JT Hats
James grew up on an Ozarks farm where tools like axes and picks were still used in the daily routine and the blades of stockman's pocketknives served their original functions. Receiving his first pocketknife at age four he got it open by himself nearly a year later and spent his formative years wandering the woods with a succession of ever larger knives, a book of matches and a rifle.

A veteran of Vietnam, James also served in Alaska during a stint in the Army, receiving his first intensive culinary training by setting a record for extra KP at Ft. Richardson.

Settling in the Pacific Northwest after his discharge, James crewed on sailing yachts in local races, backpacked hundreds of miles of mountain trails in search of good trout fishing, and occasionally attended college.

His first serious job as a civilian resulted from answering a Seattle Post Intelligencer want ad requesting someone who could lift 120 pounds repeatedly and wasn't afraid of fire. James apprenticed to John Frazier -- the most knowledgeable traditional foundryman in North America at that time -- for the next six years.

Returning to the Ozarks James made his living by growing ginseng on a hand-terraced wooded hillside and selling handmade wood turnery, furniture, sculpture and architectural carvings. James harvested trees from his own land, processing logs into posts and beams and turnery billets with saws, axes, froes and planes. Since many tools he needed were no longer available, James built his own forge from a barbeque grill, a vacuum cleaner and a 55 gallon steel drum, found a chunk of railroad track for his first anvil, and taught himself blacksmithing -- creating his own knives and tools from scrap steel and sweat.

Changing economic pressures eventually forced James back to the restaurant industry in Branson, Missouri, and later to even more success as a maintenance engineer for one of Branson's largest condominium resorts. Finally escaping to Indiana, James now makes his living telling true stories as a freelance writer.



Chicago Cutlery Steak Knife Block Set | Full Tang Black Walnut Signature Set of 7

1 min read

Chicago Cutlery Steak Knife Block Set The Chicago Cutlery Signature series uses full tang construction with blades ground from the same blank of stamped high carbon stainless steel. The handle shape and grip is completely formed from the slabs of American black walnut hardwood fixed to the tang with three solid brass rivets. Blades are taper ground with plain edges and cut smoothly through tough steak and any other cut of meat you’d care to tackle.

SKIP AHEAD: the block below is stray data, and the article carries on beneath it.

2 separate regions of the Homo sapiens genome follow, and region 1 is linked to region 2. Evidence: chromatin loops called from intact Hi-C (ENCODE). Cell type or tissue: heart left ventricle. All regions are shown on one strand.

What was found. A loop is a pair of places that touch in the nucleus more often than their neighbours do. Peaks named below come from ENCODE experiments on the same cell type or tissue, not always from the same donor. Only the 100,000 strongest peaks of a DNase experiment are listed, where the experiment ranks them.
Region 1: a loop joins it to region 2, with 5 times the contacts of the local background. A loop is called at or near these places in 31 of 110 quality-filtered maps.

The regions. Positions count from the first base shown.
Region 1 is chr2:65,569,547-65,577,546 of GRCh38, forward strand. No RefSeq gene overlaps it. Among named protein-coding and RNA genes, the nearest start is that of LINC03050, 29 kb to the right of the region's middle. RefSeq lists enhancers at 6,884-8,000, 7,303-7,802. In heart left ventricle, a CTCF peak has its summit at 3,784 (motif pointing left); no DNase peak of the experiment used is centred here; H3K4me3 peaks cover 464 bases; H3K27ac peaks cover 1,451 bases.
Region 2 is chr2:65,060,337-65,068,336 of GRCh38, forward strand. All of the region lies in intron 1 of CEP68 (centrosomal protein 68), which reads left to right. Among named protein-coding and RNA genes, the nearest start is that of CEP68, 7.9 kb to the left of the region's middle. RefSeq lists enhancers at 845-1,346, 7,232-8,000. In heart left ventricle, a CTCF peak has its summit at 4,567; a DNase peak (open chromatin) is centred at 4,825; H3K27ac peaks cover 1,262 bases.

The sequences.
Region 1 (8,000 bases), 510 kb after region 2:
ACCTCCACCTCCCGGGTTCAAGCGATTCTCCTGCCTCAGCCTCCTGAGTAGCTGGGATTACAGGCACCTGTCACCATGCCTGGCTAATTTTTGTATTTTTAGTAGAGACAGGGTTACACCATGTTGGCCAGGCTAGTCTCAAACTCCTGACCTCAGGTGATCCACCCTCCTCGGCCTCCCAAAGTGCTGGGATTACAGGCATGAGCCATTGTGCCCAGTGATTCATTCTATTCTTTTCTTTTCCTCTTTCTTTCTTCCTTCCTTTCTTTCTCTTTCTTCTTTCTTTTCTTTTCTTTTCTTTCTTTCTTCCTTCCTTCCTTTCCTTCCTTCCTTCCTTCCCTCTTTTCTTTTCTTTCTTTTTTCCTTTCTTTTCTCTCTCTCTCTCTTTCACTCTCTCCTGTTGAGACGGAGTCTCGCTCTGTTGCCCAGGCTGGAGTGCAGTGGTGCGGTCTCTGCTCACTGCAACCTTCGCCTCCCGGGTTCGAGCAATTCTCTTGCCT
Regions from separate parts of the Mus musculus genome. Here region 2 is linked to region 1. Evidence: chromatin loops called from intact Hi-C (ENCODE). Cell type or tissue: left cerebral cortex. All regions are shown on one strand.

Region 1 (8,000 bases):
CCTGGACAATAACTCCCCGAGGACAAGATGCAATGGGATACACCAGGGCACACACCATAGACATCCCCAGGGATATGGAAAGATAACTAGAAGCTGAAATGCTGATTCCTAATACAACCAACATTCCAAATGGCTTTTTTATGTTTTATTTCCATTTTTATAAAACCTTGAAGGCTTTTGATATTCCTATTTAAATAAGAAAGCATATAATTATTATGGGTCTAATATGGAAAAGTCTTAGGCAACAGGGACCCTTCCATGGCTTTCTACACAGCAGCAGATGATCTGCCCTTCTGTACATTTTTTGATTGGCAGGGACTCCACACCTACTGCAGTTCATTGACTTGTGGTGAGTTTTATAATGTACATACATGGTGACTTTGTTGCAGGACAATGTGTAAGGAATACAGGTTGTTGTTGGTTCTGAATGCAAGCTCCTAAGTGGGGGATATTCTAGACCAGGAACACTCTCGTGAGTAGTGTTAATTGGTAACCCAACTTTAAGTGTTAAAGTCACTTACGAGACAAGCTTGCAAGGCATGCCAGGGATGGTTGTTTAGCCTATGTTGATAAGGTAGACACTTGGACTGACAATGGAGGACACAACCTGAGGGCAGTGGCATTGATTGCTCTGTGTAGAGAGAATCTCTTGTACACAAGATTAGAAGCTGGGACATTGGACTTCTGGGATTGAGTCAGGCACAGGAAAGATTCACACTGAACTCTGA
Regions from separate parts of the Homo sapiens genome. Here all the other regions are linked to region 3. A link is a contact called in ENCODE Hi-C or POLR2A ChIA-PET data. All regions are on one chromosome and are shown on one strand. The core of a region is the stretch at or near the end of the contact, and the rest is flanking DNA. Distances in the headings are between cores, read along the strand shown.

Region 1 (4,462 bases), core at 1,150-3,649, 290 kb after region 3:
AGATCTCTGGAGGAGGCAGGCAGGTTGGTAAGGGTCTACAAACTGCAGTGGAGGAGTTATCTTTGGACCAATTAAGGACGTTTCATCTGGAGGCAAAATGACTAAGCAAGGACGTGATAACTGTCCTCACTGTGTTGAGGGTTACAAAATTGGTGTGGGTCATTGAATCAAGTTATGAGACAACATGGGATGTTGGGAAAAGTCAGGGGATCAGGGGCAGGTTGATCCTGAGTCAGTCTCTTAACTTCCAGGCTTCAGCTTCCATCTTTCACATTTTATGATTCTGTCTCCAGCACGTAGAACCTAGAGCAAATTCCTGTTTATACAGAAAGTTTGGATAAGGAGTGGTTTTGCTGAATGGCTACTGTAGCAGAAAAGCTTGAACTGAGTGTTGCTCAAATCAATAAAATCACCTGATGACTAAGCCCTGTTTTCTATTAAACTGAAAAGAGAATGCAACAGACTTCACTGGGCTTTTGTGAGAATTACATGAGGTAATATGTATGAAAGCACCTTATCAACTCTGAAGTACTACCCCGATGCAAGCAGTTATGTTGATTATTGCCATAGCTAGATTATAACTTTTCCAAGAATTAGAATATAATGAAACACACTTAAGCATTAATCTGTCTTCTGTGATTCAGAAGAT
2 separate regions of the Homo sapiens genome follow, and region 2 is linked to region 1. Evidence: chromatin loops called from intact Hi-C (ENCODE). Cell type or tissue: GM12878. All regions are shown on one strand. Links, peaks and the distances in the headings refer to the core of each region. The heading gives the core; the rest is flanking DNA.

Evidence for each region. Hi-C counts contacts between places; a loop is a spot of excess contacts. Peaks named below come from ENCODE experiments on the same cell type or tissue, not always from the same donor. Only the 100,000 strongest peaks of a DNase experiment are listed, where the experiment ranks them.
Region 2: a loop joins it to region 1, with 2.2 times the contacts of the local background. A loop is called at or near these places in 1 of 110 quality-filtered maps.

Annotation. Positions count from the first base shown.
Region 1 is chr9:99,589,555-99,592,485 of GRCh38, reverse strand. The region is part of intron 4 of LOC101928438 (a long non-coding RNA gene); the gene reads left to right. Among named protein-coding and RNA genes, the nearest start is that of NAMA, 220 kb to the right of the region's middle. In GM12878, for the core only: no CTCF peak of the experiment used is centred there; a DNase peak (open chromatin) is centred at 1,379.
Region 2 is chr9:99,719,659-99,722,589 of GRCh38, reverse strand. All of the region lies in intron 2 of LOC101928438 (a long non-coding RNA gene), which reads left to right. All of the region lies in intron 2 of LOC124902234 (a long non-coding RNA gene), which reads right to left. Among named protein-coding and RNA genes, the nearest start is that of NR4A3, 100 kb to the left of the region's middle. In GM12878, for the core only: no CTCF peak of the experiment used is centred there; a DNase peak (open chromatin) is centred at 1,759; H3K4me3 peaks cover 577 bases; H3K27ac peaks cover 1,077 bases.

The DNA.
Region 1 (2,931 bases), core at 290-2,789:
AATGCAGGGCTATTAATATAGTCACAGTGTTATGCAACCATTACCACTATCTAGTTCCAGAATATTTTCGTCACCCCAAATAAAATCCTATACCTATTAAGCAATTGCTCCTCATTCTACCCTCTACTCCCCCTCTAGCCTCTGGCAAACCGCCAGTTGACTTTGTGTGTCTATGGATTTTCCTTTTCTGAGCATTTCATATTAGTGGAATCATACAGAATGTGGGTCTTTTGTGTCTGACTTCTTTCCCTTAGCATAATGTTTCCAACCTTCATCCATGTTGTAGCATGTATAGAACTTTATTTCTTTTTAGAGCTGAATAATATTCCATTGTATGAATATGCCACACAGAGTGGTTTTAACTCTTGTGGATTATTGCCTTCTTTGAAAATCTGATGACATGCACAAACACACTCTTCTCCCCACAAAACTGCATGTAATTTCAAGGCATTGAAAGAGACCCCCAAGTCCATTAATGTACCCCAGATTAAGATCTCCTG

The plain edges are easily sharpened at home, and since steak knives spend a lot of time cutting on plates and bone as well as meat, a regular touch-up with a honing steel ought to be standard procedure. That’s a real advantage over serrated edges, which claim to last forever but quickly turn into saws instead of knives. You’ll notice more flexibility in these blades if you’re used to forged knives, but there’s plenty of blade strength here to handle a dining service. Save them for the table, and use stouter knives for prep work.

Keeping the black walnut handles in good shape is the only trick, and the problem is simple to solve. Walnut will absorb water if left to soak, and the finish on these handles will eventually fade and lose its protective ability. Dishwashers do the worst damage, so make sure you clean these knives by hand and don’t leave them sitting in dishwater. A quick rub with a little cooking oil when the handles dry and lose color will prevent most trouble.

If you’re looking for something a little more modern, try the 4 Steak Knife Set from Zwilling/Henckels, a forged pattern with a light build.

Find this Chicago Cutlery Steak Knife Block Set:

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JT Hats
James grew up on an Ozarks farm where tools like axes and picks were still used in the daily routine and the blades of stockman's pocketknives served their original functions. Receiving his first pocketknife at age four he got it open by himself nearly a year later and spent his formative years wandering the woods with a succession of ever larger knives, a book of matches and a rifle.

A veteran of Vietnam, James also served in Alaska during a stint in the Army, receiving his first intensive culinary training by setting a record for extra KP at Ft. Richardson.

Settling in the Pacific Northwest after his discharge, James crewed on sailing yachts in local races, backpacked hundreds of miles of mountain trails in search of good trout fishing, and occasionally attended college.

His first serious job as a civilian resulted from answering a Seattle Post Intelligencer want ad requesting someone who could lift 120 pounds repeatedly and wasn't afraid of fire. James apprenticed to John Frazier -- the most knowledgeable traditional foundryman in North America at that time -- for the next six years.

Returning to the Ozarks James made his living by growing ginseng on a hand-terraced wooded hillside and selling handmade wood turnery, furniture, sculpture and architectural carvings. James harvested trees from his own land, processing logs into posts and beams and turnery billets with saws, axes, froes and planes. Since many tools he needed were no longer available, James built his own forge from a barbeque grill, a vacuum cleaner and a 55 gallon steel drum, found a chunk of railroad track for his first anvil, and taught himself blacksmithing -- creating his own knives and tools from scrap steel and sweat.

Changing economic pressures eventually forced James back to the restaurant industry in Branson, Missouri, and later to even more success as a maintenance engineer for one of Branson's largest condominium resorts. Finally escaping to Indiana, James now makes his living telling true stories as a freelance writer.



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